Under the "open and obvious rule," a plaintiff is barred from recovery on theories of negligence or strict liability for injuries resulting from such obvious or patent perils.
Plaintiff, a minor child, burned herself while playing with one of defendant's lighters. Plaintiff, through her parents, sued defendant under the theory that defendant had a duty to manufacture a childproof lighter. Defendant moved for summary judgment on this issue, claiming that under Georgia tort law, it should not be held liable to the plaintiff for harm stemming from an "open and obvious" danger.
Whether the defendant owed plaintiff a duty to manufacture a childproof lighter?
No, defendant did not owe plaintiff a duty to manufacture a childproof lighter.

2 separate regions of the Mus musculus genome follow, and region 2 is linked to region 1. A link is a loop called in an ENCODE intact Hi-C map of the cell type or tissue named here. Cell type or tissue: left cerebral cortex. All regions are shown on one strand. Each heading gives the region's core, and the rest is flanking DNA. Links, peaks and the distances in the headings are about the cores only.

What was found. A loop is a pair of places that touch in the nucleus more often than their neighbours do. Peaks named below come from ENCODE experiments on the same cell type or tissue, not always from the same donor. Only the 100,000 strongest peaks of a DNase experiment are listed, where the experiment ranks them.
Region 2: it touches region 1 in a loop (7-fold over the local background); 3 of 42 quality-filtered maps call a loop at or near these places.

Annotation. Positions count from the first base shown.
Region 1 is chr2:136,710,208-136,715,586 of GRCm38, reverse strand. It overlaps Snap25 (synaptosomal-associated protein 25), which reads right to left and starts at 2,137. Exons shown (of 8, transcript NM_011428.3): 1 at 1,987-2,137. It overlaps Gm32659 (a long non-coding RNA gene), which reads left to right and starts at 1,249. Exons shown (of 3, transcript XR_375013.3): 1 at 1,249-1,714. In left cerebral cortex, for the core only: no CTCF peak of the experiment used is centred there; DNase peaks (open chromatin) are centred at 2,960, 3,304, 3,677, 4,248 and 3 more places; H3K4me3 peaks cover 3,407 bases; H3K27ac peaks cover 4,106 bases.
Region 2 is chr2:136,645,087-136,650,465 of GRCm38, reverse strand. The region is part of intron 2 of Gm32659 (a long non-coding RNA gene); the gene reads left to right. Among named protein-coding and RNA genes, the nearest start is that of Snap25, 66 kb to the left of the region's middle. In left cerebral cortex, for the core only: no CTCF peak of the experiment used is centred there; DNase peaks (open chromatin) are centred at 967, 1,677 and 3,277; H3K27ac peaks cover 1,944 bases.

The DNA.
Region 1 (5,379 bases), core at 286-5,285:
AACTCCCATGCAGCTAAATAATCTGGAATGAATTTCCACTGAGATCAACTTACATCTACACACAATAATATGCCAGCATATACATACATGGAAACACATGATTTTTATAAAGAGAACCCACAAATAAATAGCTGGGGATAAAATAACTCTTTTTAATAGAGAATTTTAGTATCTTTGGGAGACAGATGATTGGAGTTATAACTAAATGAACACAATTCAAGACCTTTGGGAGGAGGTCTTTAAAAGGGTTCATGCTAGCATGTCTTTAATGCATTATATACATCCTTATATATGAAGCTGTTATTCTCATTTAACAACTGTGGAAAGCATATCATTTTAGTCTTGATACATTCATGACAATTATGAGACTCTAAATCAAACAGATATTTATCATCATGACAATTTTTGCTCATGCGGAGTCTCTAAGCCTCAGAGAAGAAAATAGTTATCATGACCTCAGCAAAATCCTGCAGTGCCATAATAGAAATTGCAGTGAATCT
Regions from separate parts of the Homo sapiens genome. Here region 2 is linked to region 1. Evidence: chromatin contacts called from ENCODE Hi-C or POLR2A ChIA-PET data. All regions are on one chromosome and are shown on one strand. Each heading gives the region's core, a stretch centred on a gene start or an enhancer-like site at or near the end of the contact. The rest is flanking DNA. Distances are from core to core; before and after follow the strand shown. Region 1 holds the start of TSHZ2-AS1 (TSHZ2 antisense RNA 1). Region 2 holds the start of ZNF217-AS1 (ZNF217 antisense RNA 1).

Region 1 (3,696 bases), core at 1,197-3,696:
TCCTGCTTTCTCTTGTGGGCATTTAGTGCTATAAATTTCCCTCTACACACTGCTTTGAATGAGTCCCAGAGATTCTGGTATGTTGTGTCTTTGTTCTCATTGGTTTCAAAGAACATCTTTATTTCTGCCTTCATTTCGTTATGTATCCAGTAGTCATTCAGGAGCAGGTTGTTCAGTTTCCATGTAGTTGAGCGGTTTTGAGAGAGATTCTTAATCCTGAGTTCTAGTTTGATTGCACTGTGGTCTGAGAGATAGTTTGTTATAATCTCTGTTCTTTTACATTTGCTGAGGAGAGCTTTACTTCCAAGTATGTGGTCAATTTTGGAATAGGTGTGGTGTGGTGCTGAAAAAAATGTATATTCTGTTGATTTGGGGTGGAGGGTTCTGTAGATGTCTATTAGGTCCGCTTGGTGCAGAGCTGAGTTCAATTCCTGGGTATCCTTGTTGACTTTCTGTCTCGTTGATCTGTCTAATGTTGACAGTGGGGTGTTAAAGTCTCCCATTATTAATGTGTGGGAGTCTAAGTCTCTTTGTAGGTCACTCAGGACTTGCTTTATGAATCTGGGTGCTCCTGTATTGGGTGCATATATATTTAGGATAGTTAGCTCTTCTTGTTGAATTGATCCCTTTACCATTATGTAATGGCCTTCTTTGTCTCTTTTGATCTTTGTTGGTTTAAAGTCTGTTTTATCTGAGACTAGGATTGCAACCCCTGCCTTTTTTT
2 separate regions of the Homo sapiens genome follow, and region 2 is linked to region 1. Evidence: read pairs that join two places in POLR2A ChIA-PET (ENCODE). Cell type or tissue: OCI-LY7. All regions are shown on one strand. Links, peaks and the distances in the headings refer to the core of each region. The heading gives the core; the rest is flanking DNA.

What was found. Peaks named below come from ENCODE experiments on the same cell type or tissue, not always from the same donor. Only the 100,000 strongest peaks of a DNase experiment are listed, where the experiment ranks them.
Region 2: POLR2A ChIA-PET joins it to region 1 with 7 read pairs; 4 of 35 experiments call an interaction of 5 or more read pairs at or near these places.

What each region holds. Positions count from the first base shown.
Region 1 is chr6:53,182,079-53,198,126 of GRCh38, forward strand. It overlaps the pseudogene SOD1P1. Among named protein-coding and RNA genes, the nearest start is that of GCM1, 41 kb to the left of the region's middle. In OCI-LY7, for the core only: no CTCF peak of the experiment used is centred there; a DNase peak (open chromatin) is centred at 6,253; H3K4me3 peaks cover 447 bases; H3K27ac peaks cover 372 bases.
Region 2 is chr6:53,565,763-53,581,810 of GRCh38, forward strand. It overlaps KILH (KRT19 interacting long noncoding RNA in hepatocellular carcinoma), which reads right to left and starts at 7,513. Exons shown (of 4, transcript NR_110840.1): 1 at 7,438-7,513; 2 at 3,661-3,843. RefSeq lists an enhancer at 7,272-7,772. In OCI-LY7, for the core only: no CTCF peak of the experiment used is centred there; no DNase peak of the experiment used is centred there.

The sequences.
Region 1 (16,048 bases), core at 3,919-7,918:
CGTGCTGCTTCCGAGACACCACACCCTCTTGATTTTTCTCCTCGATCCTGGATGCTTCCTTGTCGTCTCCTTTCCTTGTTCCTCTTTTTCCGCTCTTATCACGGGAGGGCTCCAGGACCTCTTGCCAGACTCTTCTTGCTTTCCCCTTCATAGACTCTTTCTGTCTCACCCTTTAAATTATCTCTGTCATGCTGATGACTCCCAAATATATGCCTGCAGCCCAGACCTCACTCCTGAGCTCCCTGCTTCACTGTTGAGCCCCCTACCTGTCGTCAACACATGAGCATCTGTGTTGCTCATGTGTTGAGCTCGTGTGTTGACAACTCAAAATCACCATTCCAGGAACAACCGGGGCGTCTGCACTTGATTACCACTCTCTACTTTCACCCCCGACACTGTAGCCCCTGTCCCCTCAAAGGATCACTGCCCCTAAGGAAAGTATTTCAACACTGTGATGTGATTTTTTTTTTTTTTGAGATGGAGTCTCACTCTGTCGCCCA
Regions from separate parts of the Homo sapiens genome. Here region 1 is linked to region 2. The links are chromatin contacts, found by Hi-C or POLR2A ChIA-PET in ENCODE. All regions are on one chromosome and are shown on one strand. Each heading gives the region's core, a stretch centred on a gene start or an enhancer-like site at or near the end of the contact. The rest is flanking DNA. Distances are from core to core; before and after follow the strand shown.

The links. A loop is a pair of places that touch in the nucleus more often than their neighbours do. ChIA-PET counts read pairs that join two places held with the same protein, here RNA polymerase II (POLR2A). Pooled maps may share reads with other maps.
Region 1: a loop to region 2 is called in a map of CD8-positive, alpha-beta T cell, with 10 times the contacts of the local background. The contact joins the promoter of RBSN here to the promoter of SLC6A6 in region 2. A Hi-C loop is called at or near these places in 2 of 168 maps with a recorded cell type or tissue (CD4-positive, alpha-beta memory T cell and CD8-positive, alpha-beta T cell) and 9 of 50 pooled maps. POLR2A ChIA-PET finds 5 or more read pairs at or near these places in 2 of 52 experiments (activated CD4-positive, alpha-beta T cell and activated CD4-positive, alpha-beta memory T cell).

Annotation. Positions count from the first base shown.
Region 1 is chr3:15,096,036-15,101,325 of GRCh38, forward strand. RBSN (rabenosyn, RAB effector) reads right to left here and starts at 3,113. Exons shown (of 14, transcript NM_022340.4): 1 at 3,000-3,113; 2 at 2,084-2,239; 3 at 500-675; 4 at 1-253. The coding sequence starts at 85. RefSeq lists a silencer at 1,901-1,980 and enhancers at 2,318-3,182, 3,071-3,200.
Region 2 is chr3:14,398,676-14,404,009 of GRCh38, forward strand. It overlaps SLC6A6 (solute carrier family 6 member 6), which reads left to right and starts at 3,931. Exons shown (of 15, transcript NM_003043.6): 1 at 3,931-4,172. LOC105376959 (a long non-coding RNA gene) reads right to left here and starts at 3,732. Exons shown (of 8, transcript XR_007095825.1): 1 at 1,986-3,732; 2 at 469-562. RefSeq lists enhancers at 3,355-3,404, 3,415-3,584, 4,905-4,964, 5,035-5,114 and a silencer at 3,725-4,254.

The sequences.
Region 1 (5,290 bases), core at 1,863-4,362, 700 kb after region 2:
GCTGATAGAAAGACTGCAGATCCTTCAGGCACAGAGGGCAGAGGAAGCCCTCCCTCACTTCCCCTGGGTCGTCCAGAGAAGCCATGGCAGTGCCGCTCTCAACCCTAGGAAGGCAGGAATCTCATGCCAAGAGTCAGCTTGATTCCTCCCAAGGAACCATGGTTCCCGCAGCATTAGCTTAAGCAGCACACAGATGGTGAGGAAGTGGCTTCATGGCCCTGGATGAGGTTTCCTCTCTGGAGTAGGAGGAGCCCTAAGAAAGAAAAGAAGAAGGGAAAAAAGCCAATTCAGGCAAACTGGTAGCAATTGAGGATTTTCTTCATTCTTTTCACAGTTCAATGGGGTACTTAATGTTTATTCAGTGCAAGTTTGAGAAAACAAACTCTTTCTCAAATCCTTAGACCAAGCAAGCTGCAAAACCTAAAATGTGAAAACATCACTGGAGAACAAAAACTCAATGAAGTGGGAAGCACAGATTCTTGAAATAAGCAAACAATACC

In granting the defendant's motion for summary judgment, the Court found that if the lighter itself was not otherwise "defective," the plaintiff could not recover for injuries merely because the lighter worked the way it was supposed to. The Court further determined that Georgia adhered to the open and obvious rule, which barred a plaintiff's recovery for injuries resulting from such obvious or patent perils. The Court held that the fact that the lighter would create a flame was open and obvious. Further, that such a lighter, even when free of any other alleged defects, could be dangerous when used by children was also open and obvious.